A momentary departure from politics. A small slice of life that deserves some marking before it fades into memory.
I went to an outdoor concert in Austin Friday night at the Old Scoot Inn. It is much like Stubb's, one of our better known, smaller concert venues. Both feature stages at one end of an open area with several places to buy drinks. Stubb's is a venue often favored by bands coming to Austin to play the ACL festival, for example, and get booked at Stubb's for "after festival" shows.
I've lived in Austin for many years and had never heard of the Scoot Inn, let alone seen a show there, until I found out that Chris Robinson Brotherhood was playing a concert there. Robinson was a founder and lead singer of The Black Crowes, of course, a solid if somewhat derivative rock band. Their sound is rootsy Southern rock, Robinson is often described as a younger, wannabe Mick Jagger, but their better known songs are distinctive and original.
The Crowes secured their rock bona fides, though, when they went out on the road with Jimmy Page, Led Zeppelin's mastermind, to perform music from the Plant/Page catalogue. Page had largely been off the road, despite his occasional efforts to persuade Robert Plant to do a reunion Zeppelin tour, but there was obviously something about the Crowes and Robinson which must have appealed to him. A double album (remember what those are, millennials?) which chronicled the performance at The Greek Theater in LA is iconic: the Crowes are in powerful form, Page's guitar leads are authoritative and playful and Chris Robinson's vocals, impossible to not compare to Plant's, are soulful, but imbued with an obvious affection for the original.
But the Crowes were also always about a hazy '70's ethos. Clearly inspired by the Stones' Exile on Main Street era, the Crowes were open about their affection for weed which their audiences were only too happy to embrace. The band even looked like they had been plucked from some time capsule: long, shaggy hair, bell bottomed jeans, scarves around Robinson's neck, big, fat guitar sounds. It wasn't 21st century stuff.
Last year, Rich Robinson, Chris' brother and a guitarist in the band, announced that the band had broken apart. Like the Gallagher brothers of Oasis, the Robinsons had a tumultuous relationship which often played itself out in band affairs. Chris started his own band which is Crowes inflected, but also embraces a jam band sensibility: instrumental improvisation, blues and roots influences and, of course, some embrace of the Grateful Dead and the godfather of combining drugs, music and counterculture, Jerry Garcia.
At the Scoot Inn, there were several hundred in attendance at the sold out show. Leftover Salmon, a popular jam band from Colorado appealing to the "legalize it" crowd, opened, but their music was poorly mixed, the vocals muddied and the songs not terribly original (one was about pot smokers' favorite time of day, 4:20 - just seemed like an easy applause line).
Chris Robinson comes out about 10:30 after a leisurely equipment change. He's got two flags hung on the backdrop: an "all seeing" eye which looks like a Stanley Mouse Dead logo and the "freak flag"', a homage to the American flag with violet blue and red stripes with a blue corner in which a psychedelic stylized "F" is displayed.
He opens with a song called "Hello LA, Bye Bye Birmingham", a chugging rocker that sounds like it should have been sung by Gram Parsons and Emmylou Harris. The music is loud, but comfortably so. The band is tight, everybody takes a small solo and the chatter on stage is minimal. The band just moves from song to song without much delay, Robinson constantly flipping laminated pages on a music stand. Nobody changes guitars. The bass guitarist wears a woolen pancho looking like Chris Hillman on a Burrito Bros album.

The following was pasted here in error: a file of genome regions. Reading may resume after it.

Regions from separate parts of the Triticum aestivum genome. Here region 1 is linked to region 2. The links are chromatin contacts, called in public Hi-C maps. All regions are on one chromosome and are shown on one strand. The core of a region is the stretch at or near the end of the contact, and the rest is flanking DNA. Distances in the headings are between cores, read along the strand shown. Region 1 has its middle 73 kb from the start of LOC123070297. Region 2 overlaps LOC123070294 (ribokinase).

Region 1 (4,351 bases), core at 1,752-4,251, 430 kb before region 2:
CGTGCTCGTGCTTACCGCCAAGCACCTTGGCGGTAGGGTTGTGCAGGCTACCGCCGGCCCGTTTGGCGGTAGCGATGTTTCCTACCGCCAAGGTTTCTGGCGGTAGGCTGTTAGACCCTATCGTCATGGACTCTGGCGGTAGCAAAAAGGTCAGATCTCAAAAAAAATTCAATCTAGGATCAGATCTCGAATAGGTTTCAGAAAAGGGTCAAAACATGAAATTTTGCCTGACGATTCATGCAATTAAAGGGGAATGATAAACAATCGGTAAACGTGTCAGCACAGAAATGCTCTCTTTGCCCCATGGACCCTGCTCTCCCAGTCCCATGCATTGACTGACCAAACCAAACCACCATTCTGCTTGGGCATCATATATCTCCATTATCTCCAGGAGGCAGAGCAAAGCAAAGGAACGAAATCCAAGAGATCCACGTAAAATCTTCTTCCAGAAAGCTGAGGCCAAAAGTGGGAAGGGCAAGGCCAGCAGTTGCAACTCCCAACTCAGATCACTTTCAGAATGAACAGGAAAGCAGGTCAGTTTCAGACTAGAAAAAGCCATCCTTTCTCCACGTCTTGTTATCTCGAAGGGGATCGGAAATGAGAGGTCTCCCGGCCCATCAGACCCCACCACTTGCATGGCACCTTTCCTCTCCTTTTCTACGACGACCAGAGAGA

The remarkable thing about the show is how mellow the crowd is (and it doesn't have anything to do with all the weed references. Really.). Generally speaking, going to concerts in Austin is a throwback experience. It really reminds me of the pleasant times of days gone by. People are considerate, there is minimal assholery and, while we're not Colorado or Washington, there is this tacit understanding that if you want to smoke at an outdoor show, keep it on the down low, don't be a jerk and don't take it outside. There were no cops in evidence at the Old Scoot Inn and there wasn't a need for them.
I have railed against today's music industry, especially as it relates to live performances. Spontaneity is nonexistent, astronomic ticket prices the norm, obnoxious crowds the rule. Who wants to subject themselves to something like that unless one has a young daughter who wants to see Taylor Swift? I addressed this in my own experience with the later stages of The Grateful Dead who became, despite my youthful devotion to them, unwatchable.
Chris Robinson is a legitimate rock star trying to break that mold. He releases original material on high quality vinyl, he makes music that has no easy purchase on radio, he engages one of the Dead's recording engineers to master his live performances for release and his music is clearly inspired by American traditions interpreted by people like Garcia; bluegrass traditionalists like Del McCoury; roots rockers like T Bone Burnett, Jeff Tweedy, and, yes, Robert Plant.
I heard all that stuff as I listened Friday night and I'm grateful to Chris Robinson for not leaving the Black Crowes for some money grabbing, high profile gig I'm sure he could have found. As a fan, it is gratifying that there are a handful of artists today who honor the powerful influences of the past by either interpreting originals or channeling them through original compositions.
After tonight's show in San Antonio, the band's taking a little break. Chris is off to San Francisco. He's playing with Phil Lesh & Friends (from the Grateful Dead) for two nights at Phil's Terrapin Crossroads. THAT should be quite a show.